Psychophysiological Study of WorshipAlexis Abernethy, PhD, Associate Professor of Psychology, Fuller Graduate School of Psychology, Pasadena, California
The Spirituality and Health research program of Dr. Abernethy and her students is interested in two primary research questions. What dimensions of spirituality influence preventive health behaviors, disease, and survival? How and through what mechanisms does spirituality influence preventive health behaviors, disease, and survival? Dr. Abernethy and her students are engaged in two major projects:
Scientific understanding of the role of worship
This three-year project, “Spiritual Experience in Worship: Cultural, Theological, and Psychological Perspectives” seeks to deepen our scientific understanding of the worship experiences of laity with specific interest in worship experiences that are transformational (e.g., change) and the potential health-related effects of worship. The specific aims are as follows: to understand how worship is experienced on a subjective level within and across ethnic and denominational groups; to identify key antecedent and facilitating conditions that contribute to worship experiences; and to assess whether certain types of worship experiences are associated with behavioral and health-related outcomes. This project has been funded in two phase: first phase $110,000 in part by the Calvin Institute of Christian Worship, Grand Rapids, Michigan (with funds provided by Lily Endowment Inc.) and Fuller Theological Seminary (Graduate School of Psychology, the Provost’s office, and the Brehm Center for Worship, Theology, and the Arts) and a second phase $163,430 from The Templeton Foundation.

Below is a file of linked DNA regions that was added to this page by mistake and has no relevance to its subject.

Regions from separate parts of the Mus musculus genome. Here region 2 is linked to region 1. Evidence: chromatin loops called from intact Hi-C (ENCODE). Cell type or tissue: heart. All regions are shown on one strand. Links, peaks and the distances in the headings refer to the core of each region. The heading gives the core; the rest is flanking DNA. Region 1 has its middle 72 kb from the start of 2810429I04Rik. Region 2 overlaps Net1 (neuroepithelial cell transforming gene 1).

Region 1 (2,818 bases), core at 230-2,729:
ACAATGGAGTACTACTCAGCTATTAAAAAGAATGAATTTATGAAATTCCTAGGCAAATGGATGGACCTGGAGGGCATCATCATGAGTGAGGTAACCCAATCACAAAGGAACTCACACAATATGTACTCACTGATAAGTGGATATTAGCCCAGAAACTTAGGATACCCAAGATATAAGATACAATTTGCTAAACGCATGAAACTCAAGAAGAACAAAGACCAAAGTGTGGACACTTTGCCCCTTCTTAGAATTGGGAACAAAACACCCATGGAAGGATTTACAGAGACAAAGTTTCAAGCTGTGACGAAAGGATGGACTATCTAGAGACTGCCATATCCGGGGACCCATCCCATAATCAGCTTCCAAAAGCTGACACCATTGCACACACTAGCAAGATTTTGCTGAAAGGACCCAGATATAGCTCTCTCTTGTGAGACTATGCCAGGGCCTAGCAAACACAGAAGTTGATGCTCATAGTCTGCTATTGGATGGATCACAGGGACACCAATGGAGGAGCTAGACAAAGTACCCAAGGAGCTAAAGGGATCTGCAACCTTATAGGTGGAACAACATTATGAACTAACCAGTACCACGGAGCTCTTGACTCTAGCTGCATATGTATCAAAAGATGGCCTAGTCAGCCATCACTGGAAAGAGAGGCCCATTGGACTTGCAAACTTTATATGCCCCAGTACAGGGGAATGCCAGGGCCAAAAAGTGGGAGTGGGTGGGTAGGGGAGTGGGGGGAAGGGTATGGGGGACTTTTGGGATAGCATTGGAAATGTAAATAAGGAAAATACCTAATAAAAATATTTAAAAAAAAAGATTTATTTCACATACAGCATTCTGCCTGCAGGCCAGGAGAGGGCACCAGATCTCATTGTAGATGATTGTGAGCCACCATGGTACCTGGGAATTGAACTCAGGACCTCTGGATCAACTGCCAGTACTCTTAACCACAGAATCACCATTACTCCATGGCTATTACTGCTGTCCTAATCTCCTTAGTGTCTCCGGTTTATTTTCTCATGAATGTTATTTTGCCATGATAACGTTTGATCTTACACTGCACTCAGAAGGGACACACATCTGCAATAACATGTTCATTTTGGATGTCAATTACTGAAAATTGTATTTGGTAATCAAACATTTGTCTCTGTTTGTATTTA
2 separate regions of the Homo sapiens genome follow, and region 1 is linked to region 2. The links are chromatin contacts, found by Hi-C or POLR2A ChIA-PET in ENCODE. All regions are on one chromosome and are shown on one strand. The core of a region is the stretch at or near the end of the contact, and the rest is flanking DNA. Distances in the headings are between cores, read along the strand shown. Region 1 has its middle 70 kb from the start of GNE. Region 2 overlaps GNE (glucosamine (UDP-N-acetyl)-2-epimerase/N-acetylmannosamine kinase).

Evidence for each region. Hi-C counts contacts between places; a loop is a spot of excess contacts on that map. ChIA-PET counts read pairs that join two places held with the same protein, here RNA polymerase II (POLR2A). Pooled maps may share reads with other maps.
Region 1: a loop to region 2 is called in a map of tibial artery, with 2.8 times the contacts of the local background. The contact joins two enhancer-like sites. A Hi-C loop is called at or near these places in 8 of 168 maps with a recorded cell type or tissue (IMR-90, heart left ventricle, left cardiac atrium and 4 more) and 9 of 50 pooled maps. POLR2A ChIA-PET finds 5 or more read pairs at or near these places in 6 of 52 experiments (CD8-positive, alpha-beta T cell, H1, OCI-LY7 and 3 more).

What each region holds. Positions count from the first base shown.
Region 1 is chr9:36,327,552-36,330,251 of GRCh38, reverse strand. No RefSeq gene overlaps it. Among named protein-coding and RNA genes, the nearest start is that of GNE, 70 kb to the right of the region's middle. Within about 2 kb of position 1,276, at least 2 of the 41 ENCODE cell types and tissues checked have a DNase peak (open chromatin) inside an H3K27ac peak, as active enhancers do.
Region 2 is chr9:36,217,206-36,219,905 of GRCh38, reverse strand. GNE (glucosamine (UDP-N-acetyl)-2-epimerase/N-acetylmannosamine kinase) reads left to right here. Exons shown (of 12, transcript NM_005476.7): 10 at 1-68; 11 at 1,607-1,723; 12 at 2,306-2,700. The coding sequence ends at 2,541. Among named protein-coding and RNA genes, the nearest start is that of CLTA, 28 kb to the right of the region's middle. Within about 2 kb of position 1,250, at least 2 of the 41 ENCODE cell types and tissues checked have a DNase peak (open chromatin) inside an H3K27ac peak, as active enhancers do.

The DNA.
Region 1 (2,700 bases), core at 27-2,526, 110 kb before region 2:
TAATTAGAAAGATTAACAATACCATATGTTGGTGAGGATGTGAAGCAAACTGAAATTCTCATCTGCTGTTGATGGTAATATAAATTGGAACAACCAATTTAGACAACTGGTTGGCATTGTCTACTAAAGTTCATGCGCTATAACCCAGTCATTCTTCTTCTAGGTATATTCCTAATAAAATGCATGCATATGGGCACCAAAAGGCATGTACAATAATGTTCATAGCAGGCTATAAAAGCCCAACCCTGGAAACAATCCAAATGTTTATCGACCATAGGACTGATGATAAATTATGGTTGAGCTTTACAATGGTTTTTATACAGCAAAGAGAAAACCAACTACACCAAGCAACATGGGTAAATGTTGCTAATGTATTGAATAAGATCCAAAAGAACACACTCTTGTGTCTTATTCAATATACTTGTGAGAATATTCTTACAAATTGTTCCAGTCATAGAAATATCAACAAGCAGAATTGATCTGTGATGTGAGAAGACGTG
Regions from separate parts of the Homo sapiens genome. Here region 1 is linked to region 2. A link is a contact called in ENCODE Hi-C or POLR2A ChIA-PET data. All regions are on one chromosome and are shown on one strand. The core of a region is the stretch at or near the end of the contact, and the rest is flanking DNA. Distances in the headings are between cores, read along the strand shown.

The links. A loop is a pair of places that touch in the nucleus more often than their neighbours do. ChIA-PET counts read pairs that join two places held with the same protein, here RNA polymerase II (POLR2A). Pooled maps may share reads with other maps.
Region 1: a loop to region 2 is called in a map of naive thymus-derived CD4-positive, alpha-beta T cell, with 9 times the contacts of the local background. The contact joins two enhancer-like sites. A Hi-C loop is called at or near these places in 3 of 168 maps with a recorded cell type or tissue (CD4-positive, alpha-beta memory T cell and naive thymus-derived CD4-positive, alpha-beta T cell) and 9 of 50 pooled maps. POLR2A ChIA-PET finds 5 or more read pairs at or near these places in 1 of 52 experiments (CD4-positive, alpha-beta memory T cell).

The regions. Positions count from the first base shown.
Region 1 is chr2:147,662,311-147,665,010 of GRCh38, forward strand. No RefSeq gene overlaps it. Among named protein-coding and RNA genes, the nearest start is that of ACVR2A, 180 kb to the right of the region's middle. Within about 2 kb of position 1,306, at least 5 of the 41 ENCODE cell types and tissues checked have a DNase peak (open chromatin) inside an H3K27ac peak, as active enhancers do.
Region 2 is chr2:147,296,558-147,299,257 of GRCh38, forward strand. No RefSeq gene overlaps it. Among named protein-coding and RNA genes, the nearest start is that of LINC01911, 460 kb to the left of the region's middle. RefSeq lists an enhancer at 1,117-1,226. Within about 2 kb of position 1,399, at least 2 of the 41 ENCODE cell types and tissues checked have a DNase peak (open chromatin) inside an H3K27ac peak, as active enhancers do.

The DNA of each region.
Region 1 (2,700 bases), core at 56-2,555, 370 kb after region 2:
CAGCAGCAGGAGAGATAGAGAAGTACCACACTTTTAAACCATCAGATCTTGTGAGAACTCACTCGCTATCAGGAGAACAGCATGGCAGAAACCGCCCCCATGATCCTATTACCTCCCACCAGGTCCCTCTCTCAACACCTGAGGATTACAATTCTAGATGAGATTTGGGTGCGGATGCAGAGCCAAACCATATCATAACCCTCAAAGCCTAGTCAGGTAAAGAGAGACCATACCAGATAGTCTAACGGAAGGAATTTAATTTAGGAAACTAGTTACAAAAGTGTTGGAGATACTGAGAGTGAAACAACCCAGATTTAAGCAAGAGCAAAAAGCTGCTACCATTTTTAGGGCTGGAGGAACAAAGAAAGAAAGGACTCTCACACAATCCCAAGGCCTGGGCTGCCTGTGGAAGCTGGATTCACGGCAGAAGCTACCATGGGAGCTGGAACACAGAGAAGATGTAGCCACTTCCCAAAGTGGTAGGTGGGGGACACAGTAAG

Spirituality and health in women of African descent
This project examines the relationship between spirituality and health in women of African descent. Foci include the relationship between spirituality, overeating, and depression in African American women, as well as spirituality and resilience in African American adolescents. This research team also includes dissertation proposals that are examining self-objectification, eating disturbance, body image and spirituality in ethnically diverse populations.